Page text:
2021-04-07 NYC Billionaires

Their Feelings Are Hurt 

“… New York City’s business leaders and wealthy residents have been feeling strangely unappreciated of late. Even disliked.”

A piece in yesterday’s Financial Times (Joshua Chaffin, “The Rich Shouldn’t Feel Like the Enemy: Is New York Turning on the Wealthy?”) seemed to us to be careening among several genres: Was it satire? Irony? Straight-up reporting with a hefty serving of “both sides”? We’re still trying to figure out the tone Chaffin – an experienced, long-time FT reporter who really ought to have got his genres straight by now – was trying to adopt.

The thesis seems to be “we uber-rich are vital to NYC’s continued fiscal health; if people start openly expressing their dislike [euphemism, perhaps, for “hostility”], we might get miffed and move away (chiefly, it would seem, to Miami),” Chaffin on this dire prospect: “Hundreds of chief executives and civic leaders warned last week that a big increase in taxes could prompt a 1970s-style corporate exodus to low-tax states like Florida.” [Note: Florida is not a low-tax state; it’s a no-tax state, as in “Florida is one of nine states with no state income tax.”]

In the wake of the pandemic, with NYC (in particular) in financial distress, there was a movement to increase the state income tax on millionaires/billionaires, with the goal of raising an addition $7 billion for the state and city’s coffers; more recently, with better-than-expected tax receipts, the Biden Administration’s ARP and the prospect of the Infrastructure plan passing Congress through reconciliation, this has been lowered to $4.3 billion, with tax increases projected for those earning more than $1 million.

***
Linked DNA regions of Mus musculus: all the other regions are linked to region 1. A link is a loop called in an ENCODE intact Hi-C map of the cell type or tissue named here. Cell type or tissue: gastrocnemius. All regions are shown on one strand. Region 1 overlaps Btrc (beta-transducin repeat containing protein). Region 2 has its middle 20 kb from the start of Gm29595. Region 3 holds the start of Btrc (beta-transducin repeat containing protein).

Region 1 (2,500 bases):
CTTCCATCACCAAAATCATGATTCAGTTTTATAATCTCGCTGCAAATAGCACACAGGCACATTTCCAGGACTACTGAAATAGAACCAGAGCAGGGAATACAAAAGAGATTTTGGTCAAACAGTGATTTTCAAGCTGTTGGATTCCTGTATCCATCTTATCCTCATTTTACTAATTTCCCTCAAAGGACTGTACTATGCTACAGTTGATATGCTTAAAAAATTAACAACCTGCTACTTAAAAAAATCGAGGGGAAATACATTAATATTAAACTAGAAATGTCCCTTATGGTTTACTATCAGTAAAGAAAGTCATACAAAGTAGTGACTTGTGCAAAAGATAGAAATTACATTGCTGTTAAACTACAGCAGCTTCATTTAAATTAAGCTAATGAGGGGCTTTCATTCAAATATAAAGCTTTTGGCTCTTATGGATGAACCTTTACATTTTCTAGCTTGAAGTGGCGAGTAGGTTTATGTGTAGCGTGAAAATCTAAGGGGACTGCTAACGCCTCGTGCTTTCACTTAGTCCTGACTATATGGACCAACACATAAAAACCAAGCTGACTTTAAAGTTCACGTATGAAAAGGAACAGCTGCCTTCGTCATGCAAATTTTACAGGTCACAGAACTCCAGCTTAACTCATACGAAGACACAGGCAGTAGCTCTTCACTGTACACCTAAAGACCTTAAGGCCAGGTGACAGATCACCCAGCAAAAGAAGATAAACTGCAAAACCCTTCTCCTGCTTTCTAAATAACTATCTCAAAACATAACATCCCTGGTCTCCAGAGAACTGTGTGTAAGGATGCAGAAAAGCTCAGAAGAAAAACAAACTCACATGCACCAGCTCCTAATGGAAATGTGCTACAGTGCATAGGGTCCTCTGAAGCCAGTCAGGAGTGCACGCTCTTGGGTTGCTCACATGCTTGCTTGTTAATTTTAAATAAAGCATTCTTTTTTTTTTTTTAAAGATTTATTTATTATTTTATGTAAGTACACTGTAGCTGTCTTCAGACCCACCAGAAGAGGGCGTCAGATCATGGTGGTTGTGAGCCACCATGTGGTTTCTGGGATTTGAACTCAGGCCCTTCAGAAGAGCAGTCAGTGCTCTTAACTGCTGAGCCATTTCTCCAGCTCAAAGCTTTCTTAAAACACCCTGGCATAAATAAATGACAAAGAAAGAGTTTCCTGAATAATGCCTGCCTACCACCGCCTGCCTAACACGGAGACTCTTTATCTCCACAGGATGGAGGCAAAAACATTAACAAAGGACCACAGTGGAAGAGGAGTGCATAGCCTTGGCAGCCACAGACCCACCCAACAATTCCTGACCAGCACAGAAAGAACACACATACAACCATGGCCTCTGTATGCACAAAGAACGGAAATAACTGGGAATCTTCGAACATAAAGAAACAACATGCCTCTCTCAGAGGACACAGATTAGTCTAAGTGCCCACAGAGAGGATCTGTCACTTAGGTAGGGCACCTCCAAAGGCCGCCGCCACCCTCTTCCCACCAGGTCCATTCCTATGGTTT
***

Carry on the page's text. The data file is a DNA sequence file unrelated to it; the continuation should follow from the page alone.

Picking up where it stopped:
This is a lament we’re familiar with. It was the major argument against introduction of a progressive state income tax in Illinois last year – those opposed, who comprise about 3% of the state’s total tax base, won, as voters roundly defeated the FAIR Tax Amendment on November 3, 2020 (55%-45%). That “we’ll move to Florida” threat seems to be a thing. [Note: late in the piece, Chaffin notes the 2019 purchase of the most expensive home in NYC real estate history by hedge fund billionaire Ken Griffin, who’s actually from Chicago and contributed to the failure of the FAIR Tax in his home state.)

But, the super-wealthy claim, it’s more than just the state’s intention to tax them – and their businesses – at a higher rate. People aren’t as nice to them as they used to be: “… wealthy New Yorkers increasingly fret that the city’s political climate is turning hostile. Many complain that they are being unfairly vilified for the fissures in an unequal city that were torn open by a historic pandemic.” [Note: of course none of the fissures in a starkly unequal city have anything to do with them.]

And now the specter of “class warfare” has raised its rebellious head:

Terri Liftin, a Democratic lawyer who is running for New York City comptroller, says it was to be expected that the inequality exacerbated by coronavirus would breed greater hostility towards the rich. But she worries about nascent ‘class warfare’ that, she says, would ultimately leave New York City worse for everyone. ‘You can’t bring us all together if the emotional tide is against the wealthy,’ she says. ‘I don’t think the rich mind paying a bit more but I don’t think they want to pay more if they’re being told they’re terrible people.’”

What is Ms. Liftin saying, exactly? “Be appropriately obsequious and we might be persuaded to give you a percentage point more of our $10 million a year income”?

An “executive and philanthropist” says her circle is upset by Black Lives Matter. “‘They (the rich) feel judged and endangered — both,’ she says. ‘And they don’t want to deal with either one.’”

Chaffin pays limited lip service to other ills NYC has suffered in the past year: 31,000 dead, 500,000 jobs lost, small businesses shuttered (many probably permanently), and the schools – which “literally nourish many impoverished students” – closed (for the most part).

And then there’s the upcoming Mayoral election – the primary will be in June, and since seven out of eight voters in the city vote Democratic, that’s the only election that matters. The rich are worried at the prospect of another “ideological” Mayor like the one they’ve got now. Bill De Blasio apparently committed a cardinal sin in June 2013 after his first primary victory: